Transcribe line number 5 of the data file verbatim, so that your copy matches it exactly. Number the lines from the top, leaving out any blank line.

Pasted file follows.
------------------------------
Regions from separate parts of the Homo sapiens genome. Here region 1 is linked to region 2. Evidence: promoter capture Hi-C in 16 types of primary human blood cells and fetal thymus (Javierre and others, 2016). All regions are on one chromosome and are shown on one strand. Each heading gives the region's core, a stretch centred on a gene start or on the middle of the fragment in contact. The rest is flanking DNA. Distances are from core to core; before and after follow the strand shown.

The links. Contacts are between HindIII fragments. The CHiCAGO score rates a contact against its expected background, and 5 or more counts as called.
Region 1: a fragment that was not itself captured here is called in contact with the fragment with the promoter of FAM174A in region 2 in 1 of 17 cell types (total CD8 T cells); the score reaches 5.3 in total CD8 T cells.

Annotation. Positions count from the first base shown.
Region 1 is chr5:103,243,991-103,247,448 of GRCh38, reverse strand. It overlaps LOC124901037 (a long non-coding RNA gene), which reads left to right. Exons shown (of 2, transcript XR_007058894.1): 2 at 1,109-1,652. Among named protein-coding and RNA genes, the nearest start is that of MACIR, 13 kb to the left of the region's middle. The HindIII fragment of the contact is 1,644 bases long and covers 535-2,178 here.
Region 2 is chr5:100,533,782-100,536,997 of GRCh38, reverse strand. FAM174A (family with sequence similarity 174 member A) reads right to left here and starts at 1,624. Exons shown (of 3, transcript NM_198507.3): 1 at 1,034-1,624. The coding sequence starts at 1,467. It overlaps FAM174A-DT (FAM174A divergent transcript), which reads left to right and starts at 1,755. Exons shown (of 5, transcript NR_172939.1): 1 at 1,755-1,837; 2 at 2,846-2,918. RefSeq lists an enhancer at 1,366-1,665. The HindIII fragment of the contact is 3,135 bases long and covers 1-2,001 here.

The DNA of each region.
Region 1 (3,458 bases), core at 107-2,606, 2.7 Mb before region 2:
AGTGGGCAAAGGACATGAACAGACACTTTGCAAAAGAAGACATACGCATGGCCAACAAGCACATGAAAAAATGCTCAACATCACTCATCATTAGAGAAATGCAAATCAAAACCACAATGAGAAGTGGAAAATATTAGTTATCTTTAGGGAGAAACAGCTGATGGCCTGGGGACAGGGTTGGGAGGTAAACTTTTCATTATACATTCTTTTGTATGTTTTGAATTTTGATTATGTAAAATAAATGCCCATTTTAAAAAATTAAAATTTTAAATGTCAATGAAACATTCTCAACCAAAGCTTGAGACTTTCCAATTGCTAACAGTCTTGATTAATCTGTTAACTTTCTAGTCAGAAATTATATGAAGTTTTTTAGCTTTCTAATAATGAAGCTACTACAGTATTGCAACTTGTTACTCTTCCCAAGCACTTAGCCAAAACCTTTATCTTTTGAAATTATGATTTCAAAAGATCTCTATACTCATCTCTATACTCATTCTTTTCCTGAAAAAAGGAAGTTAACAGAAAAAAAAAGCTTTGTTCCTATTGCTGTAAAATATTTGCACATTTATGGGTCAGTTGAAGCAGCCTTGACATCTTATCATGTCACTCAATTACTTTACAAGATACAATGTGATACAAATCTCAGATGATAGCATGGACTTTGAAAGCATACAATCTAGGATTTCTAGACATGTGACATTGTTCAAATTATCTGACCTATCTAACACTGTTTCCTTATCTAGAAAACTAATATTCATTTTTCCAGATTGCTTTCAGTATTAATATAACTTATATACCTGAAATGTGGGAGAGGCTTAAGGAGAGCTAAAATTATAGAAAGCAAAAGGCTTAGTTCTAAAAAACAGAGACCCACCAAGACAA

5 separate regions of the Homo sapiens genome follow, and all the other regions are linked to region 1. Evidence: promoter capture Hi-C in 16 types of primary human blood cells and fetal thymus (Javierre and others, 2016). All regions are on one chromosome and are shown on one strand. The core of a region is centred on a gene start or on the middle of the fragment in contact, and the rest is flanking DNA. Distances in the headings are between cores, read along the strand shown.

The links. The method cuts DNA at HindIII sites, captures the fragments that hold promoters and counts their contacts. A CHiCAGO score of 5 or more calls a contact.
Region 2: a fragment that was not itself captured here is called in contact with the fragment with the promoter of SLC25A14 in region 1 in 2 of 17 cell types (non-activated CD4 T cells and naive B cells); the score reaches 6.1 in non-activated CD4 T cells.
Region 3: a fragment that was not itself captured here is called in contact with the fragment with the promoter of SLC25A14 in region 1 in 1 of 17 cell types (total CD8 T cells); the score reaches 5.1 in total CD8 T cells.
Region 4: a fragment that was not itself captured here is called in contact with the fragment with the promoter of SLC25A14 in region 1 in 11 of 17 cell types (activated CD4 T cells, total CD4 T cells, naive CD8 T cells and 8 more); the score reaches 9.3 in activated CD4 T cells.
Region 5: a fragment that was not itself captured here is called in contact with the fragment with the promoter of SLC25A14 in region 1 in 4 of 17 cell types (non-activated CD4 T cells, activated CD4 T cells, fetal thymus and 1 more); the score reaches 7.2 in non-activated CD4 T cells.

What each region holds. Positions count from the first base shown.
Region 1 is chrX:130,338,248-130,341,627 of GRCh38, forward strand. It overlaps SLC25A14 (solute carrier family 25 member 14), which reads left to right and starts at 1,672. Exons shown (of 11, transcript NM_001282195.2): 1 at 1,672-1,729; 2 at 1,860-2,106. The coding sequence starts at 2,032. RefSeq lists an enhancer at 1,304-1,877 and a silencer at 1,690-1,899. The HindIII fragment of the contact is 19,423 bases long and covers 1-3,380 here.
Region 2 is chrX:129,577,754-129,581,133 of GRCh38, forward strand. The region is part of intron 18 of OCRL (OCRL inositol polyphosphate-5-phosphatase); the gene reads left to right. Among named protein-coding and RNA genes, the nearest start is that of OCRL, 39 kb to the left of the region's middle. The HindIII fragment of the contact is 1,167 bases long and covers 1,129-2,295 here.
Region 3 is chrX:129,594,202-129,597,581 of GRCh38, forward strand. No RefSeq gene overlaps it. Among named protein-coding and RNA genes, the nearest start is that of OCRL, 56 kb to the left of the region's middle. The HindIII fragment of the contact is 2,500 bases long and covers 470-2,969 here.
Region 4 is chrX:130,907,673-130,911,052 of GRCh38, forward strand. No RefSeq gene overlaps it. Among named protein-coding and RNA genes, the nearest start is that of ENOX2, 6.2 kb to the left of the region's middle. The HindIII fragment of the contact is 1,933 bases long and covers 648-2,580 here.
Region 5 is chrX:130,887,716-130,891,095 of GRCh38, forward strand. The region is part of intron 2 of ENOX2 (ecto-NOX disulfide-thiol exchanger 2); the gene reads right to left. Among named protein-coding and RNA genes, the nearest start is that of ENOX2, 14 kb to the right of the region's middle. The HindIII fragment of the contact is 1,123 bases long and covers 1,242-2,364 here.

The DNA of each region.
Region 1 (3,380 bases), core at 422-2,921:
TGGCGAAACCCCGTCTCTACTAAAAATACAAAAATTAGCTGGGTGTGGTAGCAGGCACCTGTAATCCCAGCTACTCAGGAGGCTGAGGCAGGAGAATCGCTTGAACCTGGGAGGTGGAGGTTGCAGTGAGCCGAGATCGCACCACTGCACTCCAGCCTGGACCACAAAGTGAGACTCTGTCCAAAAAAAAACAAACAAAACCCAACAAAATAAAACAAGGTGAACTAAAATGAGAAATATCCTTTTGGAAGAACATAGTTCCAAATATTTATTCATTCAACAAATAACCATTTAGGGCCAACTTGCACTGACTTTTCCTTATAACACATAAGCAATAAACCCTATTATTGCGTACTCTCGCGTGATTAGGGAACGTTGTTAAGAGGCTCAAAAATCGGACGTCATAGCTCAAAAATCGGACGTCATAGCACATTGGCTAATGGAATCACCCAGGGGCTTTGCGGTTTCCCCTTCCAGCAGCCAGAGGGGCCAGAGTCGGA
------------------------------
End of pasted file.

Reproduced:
Region 1 is chr5:103,243,991-103,247,448 of GRCh38, reverse strand. It overlaps LOC124901037 (a long non-coding RNA gene), which reads left to right. Exons shown (of 2, transcript XR_007058894.1): 2 at 1,109-1,652. Among named protein-coding and RNA genes, the nearest start is that of MACIR, 13 kb to the left of the region's middle. The HindIII fragment of the contact is 1,644 bases long and covers 535-2,178 here.